Scott Collard is the Head of Specialized Research Services and Social Sciences at the Bobst Library of New York University in New York, New York. Scott has been a member of ACRL for 14 years and is your ACRL member of the week for June 25, 2018.
Describe yourself in three words: Collegial, collaborative, creative.
Describe ACRL in three words: Connective professional inspiration.
What do you value about ACRL? ACRL (and especially its amazing Sections and Interest Groups) has been my professional home for my entire library career. ACRL has given me the ability to build a network of kindred spirits from whom I learn and grow, programs and development opportunities that help me see what’s next, and colleagues across the country who support and inspire me. ACRL helps librarians stay grounded in stormy times, adjust to the changing tides of the academy, and support our users’ search for light and truth.
What do you as an academic librarian contribute to your campus? My role as Head of Specialized Research Services is to coordinate the activities of our Data Services, Digital Scholarship Services, and Scholarly Communication services, and to create a coherent, high value set of services to support our users throughout the research or project lifecycle. I work to knit these services closely together with our Liaison work, our reference and instructional services, and our collection building efforts. I also work hard to create a supportive and inspiring work environment for the folks in my departments, and for my colleagues in general.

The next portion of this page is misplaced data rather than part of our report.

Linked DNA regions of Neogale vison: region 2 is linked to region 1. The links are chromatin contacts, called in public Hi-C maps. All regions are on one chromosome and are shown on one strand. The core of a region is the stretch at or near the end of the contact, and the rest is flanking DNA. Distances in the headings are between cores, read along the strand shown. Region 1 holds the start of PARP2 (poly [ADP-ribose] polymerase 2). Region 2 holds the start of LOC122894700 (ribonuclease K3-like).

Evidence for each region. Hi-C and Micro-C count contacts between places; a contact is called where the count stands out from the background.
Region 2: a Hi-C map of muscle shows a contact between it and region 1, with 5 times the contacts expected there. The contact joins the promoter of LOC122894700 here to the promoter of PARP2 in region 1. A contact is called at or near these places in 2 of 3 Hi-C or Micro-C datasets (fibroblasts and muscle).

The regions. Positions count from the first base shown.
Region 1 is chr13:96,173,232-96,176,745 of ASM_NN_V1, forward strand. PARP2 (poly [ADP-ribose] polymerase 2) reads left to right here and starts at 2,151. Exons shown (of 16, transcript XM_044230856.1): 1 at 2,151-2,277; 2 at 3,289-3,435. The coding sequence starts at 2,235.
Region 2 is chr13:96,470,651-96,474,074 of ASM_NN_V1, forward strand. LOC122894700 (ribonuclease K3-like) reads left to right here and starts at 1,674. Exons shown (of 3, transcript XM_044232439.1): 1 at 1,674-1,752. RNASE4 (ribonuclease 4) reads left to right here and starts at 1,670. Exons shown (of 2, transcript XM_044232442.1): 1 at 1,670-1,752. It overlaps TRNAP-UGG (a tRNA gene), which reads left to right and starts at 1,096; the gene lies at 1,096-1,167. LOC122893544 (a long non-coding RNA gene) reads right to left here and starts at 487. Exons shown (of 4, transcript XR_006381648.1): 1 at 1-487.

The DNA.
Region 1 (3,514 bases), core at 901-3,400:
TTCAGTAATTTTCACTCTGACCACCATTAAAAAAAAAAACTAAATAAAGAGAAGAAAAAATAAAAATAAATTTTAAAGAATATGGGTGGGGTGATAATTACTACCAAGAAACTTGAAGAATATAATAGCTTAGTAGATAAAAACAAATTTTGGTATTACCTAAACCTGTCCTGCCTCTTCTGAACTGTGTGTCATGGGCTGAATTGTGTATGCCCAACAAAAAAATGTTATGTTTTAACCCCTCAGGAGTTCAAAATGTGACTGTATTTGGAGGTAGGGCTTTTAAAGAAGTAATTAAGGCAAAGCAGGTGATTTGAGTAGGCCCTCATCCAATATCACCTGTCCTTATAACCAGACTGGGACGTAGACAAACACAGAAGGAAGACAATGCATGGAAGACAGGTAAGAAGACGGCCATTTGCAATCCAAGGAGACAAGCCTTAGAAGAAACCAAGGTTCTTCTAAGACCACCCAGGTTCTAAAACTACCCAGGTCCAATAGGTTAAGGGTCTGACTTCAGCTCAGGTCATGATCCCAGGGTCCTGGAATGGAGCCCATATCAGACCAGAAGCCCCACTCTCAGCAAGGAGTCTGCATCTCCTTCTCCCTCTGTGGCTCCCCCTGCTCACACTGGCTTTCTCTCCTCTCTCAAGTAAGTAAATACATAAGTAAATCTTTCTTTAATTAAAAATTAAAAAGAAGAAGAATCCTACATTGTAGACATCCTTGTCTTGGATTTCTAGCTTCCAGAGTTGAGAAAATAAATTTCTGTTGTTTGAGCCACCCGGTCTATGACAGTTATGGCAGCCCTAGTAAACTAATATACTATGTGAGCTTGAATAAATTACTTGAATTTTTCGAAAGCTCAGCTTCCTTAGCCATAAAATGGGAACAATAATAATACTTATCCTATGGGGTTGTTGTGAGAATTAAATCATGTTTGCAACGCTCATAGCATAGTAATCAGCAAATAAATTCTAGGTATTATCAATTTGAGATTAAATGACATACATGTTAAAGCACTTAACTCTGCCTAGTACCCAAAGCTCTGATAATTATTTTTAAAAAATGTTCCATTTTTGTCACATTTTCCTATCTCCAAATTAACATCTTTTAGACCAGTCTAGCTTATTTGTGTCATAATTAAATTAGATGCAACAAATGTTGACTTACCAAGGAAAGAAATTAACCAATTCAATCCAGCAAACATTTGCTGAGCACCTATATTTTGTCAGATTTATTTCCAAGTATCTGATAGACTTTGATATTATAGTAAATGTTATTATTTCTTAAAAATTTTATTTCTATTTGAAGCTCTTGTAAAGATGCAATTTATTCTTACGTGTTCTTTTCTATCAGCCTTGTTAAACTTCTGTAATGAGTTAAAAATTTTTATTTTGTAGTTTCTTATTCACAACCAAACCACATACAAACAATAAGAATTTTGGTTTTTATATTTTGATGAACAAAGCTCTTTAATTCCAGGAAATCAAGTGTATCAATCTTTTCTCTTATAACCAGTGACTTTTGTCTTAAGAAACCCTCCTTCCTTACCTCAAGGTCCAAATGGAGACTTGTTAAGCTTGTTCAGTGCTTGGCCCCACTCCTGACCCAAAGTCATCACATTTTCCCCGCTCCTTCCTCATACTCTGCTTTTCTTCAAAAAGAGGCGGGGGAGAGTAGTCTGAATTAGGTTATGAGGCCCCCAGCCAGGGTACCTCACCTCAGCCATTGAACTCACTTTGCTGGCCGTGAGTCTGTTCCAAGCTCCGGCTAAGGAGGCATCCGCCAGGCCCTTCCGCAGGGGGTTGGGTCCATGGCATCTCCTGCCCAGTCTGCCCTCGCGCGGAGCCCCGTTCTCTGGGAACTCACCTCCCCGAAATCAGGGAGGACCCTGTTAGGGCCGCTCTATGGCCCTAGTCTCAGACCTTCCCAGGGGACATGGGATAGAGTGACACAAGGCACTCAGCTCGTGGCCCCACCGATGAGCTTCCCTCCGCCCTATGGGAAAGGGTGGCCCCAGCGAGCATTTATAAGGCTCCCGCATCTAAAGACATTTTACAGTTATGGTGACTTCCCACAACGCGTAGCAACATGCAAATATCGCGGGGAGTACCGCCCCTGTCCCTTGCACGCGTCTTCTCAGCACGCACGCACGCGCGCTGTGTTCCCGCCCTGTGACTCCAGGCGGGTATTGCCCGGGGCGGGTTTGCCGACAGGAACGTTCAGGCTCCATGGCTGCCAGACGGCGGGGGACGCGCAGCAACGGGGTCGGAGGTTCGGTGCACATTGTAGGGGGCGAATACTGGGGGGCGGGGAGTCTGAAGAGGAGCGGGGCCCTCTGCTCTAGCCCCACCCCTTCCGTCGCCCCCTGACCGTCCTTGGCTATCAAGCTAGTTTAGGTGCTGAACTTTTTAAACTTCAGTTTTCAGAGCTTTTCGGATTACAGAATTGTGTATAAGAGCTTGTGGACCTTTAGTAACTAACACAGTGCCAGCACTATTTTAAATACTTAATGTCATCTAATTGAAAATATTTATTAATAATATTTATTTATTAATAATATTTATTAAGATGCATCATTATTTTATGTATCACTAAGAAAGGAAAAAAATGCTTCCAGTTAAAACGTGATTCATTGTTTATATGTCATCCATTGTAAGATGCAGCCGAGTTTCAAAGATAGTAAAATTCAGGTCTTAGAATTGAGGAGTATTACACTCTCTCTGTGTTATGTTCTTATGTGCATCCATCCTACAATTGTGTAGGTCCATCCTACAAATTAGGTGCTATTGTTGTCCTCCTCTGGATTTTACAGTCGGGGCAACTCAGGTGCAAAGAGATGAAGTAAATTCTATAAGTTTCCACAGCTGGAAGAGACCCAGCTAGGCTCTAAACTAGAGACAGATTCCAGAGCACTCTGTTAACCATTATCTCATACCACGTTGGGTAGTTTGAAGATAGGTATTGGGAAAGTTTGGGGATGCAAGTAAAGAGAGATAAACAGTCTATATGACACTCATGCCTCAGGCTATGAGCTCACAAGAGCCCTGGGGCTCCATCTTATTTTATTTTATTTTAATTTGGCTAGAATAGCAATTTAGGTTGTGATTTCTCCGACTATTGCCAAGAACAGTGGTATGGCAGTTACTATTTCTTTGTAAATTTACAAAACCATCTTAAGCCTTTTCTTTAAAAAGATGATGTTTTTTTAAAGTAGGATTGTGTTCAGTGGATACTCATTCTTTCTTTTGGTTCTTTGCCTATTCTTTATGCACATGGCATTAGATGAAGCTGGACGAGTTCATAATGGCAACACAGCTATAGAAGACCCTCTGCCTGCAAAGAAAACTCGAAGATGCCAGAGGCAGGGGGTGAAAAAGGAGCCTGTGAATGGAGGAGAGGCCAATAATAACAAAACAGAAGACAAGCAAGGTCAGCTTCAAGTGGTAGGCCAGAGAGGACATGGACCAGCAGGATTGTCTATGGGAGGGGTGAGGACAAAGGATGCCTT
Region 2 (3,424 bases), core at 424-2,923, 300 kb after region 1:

In your own words: Librarians occupy a unique niche on campus, as neutral University territory, as a non-judgmental resource for every year’s new crop of students, and as a key partner in the educational mission of our faculty. But our biggest contribution, I think, is in the role as a connector: as the person on campus who can cut through noise and barriers to help that student find the article that speaks to them, learn that new data tool that allows them to take their work to the next level, or connects them to the IRB specialist who can help them get their proposal accepted. I think librarians do these things (and so many more!) all day long, sometimes without even thinking about them, but it’s really quite astonishing! I feel pretty lucky that I get to play that role.
Editor’s Note: Are you an ACRL member? Would you like to be featured as ACRL Member of the Week? Nominate a colleague? Contact Mary Jane Petrowski at email@example.com for more information.